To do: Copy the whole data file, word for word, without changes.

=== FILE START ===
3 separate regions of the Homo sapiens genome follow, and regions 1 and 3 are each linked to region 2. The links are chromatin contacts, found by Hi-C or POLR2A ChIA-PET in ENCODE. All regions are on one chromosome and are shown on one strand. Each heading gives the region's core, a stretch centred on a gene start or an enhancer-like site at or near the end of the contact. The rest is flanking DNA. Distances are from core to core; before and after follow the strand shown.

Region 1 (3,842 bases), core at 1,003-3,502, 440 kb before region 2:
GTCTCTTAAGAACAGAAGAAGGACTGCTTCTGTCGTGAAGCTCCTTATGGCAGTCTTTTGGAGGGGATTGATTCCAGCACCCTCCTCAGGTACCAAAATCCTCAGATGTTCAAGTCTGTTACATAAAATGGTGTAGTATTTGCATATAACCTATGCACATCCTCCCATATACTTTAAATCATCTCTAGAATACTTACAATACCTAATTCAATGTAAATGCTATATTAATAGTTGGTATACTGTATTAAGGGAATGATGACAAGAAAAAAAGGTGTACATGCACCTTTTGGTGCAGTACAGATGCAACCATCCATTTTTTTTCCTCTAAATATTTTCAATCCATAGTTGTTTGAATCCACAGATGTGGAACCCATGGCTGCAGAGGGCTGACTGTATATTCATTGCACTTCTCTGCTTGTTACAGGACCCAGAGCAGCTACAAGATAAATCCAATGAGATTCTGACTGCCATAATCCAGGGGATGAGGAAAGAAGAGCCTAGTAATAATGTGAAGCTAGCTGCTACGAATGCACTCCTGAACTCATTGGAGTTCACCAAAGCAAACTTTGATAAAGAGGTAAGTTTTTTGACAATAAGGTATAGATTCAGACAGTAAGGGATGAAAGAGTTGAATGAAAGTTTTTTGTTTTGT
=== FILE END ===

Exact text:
3 separate regions of the Homo sapiens genome follow, and regions 1 and 3 are each linked to region 2. The links are chromatin contacts, found by Hi-C or POLR2A ChIA-PET in ENCODE. All regions are on one chromosome and are shown on one strand. Each heading gives the region's core, a stretch centred on a gene start or an enhancer-like site at or near the end of the contact. The rest is flanking DNA. Distances are from core to core; before and after follow the strand shown.

Region 1 (3,842 bases), core at 1,003-3,502, 440 kb before region 2:
GTCTCTTAAGAACAGAAGAAGGACTGCTTCTGTCGTGAAGCTCCTTATGGCAGTCTTTTGGAGGGGATTGATTCCAGCACCCTCCTCAGGTACCAAAATCCTCAGATGTTCAAGTCTGTTACATAAAATGGTGTAGTATTTGCATATAACCTATGCACATCCTCCCATATACTTTAAATCATCTCTAGAATACTTACAATACCTAATTCAATGTAAATGCTATATTAATAGTTGGTATACTGTATTAAGGGAATGATGACAAGAAAAAAAGGTGTACATGCACCTTTTGGTGCAGTACAGATGCAACCATCCATTTTTTTTCCTCTAAATATTTTCAATCCATAGTTGTTTGAATCCACAGATGTGGAACCCATGGCTGCAGAGGGCTGACTGTATATTCATTGCACTTCTCTGCTTGTTACAGGACCCAGAGCAGCTACAAGATAAATCCAATGAGATTCTGACTGCCATAATCCAGGGGATGAGGAAAGAAGAGCCTAGTAATAATGTGAAGCTAGCTGCTACGAATGCACTCCTGAACTCATTGGAGTTCACCAAAGCAAACTTTGATAAAGAGGTAAGTTTTTTGACAATAAGGTATAGATTCAGACAGTAAGGGATGAAAGAGTTGAATGAAAGTTTTTTGTTTTGT